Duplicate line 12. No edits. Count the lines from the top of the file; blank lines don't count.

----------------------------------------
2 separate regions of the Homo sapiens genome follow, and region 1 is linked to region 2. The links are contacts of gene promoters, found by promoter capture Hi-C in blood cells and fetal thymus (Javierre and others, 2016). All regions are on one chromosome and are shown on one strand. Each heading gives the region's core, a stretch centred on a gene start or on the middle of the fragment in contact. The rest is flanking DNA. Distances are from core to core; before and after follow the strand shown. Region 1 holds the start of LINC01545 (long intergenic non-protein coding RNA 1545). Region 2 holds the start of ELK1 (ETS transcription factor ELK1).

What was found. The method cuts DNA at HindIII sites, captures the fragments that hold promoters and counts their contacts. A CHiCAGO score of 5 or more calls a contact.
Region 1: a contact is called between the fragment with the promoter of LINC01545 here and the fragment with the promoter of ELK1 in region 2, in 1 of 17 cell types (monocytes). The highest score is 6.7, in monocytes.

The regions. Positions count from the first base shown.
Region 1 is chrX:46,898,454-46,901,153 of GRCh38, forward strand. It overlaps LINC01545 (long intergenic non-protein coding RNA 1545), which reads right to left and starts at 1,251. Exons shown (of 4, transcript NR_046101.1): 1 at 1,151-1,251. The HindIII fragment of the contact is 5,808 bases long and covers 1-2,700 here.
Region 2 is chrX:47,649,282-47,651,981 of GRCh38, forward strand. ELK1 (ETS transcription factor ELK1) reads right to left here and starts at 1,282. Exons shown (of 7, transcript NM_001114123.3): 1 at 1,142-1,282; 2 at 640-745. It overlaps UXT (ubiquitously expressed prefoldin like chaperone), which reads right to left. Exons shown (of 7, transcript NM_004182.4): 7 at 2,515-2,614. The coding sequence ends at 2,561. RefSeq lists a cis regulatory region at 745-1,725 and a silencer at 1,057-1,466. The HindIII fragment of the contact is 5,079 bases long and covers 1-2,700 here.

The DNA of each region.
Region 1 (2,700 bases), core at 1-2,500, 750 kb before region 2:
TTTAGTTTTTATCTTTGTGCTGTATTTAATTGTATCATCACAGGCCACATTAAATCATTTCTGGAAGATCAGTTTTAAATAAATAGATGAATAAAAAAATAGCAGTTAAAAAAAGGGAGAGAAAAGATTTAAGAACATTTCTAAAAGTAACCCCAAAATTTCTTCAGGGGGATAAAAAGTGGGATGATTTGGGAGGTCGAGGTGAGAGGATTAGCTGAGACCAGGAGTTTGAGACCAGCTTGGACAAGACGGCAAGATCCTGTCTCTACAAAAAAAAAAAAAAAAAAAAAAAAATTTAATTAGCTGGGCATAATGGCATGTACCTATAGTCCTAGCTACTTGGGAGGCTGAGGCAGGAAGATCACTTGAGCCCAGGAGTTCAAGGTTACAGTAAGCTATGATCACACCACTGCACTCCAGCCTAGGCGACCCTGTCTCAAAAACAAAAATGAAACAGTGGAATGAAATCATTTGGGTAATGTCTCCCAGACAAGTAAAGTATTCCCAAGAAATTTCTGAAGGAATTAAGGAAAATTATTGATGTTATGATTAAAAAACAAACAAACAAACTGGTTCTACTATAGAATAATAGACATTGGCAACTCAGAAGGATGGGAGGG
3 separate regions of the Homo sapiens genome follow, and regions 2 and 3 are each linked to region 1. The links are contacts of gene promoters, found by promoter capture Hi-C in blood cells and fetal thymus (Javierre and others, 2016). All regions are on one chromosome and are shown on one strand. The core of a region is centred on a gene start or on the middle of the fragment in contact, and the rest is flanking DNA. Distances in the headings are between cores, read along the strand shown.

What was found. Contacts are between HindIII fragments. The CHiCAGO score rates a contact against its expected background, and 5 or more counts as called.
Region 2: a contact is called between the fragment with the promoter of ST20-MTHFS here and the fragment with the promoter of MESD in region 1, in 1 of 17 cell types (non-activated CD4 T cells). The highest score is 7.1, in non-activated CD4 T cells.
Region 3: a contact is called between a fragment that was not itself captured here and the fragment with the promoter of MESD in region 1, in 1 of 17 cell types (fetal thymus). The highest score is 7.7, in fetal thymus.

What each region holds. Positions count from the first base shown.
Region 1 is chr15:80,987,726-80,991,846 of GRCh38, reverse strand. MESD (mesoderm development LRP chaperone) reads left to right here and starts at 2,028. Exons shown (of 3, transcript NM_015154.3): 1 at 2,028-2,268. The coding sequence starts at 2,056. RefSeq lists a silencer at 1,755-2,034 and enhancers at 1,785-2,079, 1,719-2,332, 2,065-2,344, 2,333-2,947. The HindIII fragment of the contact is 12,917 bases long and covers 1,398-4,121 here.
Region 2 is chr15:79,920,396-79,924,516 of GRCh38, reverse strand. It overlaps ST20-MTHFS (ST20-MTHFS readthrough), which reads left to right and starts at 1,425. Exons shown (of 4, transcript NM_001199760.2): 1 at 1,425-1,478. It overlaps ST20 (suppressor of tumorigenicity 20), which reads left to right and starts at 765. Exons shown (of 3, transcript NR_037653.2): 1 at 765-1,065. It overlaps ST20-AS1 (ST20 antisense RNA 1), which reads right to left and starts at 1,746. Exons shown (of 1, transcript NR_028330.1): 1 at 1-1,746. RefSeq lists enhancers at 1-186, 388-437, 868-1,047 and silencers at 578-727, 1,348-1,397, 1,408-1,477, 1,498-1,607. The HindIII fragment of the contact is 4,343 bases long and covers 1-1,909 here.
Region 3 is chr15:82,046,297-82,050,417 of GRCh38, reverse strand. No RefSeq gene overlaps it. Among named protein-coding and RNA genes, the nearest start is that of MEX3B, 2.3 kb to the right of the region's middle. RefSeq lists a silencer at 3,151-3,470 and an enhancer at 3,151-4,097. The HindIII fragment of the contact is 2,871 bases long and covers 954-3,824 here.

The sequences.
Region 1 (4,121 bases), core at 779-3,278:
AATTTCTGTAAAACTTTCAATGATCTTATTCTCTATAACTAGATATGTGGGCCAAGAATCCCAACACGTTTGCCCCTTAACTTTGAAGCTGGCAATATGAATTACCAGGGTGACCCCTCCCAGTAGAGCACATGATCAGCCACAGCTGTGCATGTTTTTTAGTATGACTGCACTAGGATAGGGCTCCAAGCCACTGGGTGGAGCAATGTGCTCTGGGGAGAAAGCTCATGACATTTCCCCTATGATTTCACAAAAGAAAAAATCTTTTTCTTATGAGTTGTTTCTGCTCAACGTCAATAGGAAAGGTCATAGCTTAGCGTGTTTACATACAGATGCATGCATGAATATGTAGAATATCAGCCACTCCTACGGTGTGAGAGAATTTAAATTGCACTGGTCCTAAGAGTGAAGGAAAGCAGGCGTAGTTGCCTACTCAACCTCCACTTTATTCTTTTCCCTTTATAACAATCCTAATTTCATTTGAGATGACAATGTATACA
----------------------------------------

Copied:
Region 2: a contact is called between the fragment with the promoter of ST20-MTHFS here and the fragment with the promoter of MESD in region 1, in 1 of 17 cell types (non-activated CD4 T cells). The highest score is 7.1, in non-activated CD4 T cells.